Memory capability in the NPC allows storage of a plurality of "looks" as previously described. Settings for the full compliment of dimmers controlled through the NPC are stored. In the present embodiment shown in the drawings, storage capacity for 99 "looks" is provided. The master microprocessor in the NPC monitors control data provided by the LAN and/or local controllers. Upon loss of signal from the controllers, the microprocessor automatically institutes a preprogrammed "look." Access to other "looks" stored in the memory can then be accomplished through a local controller, such as the hand-held remote. Changes between "looks" are automatically formatted by the NPC based on the dimmer parameters previously described.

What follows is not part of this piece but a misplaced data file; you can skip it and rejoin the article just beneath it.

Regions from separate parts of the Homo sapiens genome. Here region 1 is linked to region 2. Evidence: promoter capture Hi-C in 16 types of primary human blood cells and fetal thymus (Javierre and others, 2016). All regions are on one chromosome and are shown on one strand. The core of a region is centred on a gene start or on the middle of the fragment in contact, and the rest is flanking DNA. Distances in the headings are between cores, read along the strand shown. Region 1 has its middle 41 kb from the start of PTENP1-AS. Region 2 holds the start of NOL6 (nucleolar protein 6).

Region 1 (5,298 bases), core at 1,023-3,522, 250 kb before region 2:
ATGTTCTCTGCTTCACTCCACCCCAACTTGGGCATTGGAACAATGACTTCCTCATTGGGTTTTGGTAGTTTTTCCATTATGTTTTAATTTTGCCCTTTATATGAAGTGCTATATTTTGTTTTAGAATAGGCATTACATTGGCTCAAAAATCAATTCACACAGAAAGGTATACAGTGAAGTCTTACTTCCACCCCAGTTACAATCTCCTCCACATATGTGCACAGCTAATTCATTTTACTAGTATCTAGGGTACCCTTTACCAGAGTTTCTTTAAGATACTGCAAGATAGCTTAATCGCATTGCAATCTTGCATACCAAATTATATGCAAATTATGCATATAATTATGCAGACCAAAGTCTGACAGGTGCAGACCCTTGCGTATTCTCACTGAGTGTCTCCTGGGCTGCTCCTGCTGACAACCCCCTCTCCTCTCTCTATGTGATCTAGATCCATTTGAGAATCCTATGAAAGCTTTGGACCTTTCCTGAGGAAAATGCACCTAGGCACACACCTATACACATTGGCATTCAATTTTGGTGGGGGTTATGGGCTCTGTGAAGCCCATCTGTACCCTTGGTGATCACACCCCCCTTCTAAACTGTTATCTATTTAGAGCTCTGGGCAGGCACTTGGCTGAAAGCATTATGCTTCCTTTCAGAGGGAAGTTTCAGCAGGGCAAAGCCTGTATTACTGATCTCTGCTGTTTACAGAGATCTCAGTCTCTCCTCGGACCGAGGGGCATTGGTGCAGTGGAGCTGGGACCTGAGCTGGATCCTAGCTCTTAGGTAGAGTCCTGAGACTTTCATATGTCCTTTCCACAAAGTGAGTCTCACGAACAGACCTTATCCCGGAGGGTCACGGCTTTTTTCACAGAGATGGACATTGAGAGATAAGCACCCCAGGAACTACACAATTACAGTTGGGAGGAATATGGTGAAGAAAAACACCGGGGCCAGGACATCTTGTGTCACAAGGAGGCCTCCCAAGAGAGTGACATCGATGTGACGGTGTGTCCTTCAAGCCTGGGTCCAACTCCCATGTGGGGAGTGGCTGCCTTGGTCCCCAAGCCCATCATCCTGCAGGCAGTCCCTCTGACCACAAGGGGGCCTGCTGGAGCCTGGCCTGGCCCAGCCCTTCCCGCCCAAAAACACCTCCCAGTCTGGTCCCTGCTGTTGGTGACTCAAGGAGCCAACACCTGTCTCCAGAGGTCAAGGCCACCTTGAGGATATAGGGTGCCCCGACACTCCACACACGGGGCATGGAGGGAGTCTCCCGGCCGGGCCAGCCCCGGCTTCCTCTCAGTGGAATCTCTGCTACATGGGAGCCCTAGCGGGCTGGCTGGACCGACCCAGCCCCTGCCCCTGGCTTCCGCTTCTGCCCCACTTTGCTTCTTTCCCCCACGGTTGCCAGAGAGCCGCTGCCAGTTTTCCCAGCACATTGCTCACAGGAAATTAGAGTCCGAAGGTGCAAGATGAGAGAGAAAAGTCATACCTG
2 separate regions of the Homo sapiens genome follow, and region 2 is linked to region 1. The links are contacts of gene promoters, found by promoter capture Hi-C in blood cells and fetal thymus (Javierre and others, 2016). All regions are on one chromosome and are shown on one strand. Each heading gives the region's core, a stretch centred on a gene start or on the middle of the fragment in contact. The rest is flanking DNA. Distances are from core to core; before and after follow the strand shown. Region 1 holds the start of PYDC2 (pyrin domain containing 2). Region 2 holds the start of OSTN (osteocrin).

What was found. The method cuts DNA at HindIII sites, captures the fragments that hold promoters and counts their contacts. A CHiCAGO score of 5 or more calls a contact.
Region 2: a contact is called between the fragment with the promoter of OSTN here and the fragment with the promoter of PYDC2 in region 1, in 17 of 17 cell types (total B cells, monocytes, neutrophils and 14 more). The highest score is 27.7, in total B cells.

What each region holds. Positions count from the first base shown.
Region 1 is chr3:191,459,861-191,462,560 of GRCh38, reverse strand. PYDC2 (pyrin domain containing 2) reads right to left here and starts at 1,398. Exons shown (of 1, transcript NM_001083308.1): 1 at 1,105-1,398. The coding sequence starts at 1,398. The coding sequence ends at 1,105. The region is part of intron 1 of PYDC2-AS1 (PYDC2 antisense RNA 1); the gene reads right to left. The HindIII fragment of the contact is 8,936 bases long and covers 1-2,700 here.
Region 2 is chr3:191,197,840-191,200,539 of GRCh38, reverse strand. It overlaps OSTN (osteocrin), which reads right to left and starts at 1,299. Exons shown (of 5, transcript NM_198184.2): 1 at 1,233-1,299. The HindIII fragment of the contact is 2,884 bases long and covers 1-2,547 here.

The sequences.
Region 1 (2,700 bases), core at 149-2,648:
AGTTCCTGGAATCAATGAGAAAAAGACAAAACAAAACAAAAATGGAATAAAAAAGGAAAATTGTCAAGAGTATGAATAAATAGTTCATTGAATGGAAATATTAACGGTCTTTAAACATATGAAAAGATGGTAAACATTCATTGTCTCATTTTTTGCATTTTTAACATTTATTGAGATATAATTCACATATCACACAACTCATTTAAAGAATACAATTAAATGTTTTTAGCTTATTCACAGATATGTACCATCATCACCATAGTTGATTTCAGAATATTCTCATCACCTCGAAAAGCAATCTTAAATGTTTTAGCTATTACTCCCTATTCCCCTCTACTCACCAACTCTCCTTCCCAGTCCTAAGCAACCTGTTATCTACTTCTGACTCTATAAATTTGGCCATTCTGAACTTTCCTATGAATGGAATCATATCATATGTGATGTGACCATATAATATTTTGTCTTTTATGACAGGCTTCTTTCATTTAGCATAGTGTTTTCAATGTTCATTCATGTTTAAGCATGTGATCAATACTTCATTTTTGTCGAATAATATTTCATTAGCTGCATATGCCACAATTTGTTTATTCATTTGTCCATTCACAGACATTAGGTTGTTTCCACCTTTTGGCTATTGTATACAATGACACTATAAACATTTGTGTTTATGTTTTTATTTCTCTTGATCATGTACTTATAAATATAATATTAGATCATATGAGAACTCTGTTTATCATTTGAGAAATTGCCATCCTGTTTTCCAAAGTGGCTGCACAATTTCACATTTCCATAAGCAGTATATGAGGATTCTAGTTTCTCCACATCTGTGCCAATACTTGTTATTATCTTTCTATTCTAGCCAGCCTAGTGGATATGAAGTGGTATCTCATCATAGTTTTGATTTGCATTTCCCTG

An exemplary embodiment for the dimmer racks used in the system is shown in FIG. 5. Dimmer data input to the rack is received on a DMX/CMX/AMX interface 500 connected to a microprocessor 502. The microprocessor decodes the dimmer data received and provides output to the dimmers through a digital-to-analog converter 504, providing direct pulse width modulation (PWM) output for "dumb" dimmers or through a universal asynchronous receiver/transmitter (UART) 506 for data transmission to "smart" dimmers. An analog interface 508, with associated A-to-D converter 510, is provided for input of analog configuration or control parameters to the rack. Program and data storage for the microprocessor is provided in EPROM 512 and RAM 514.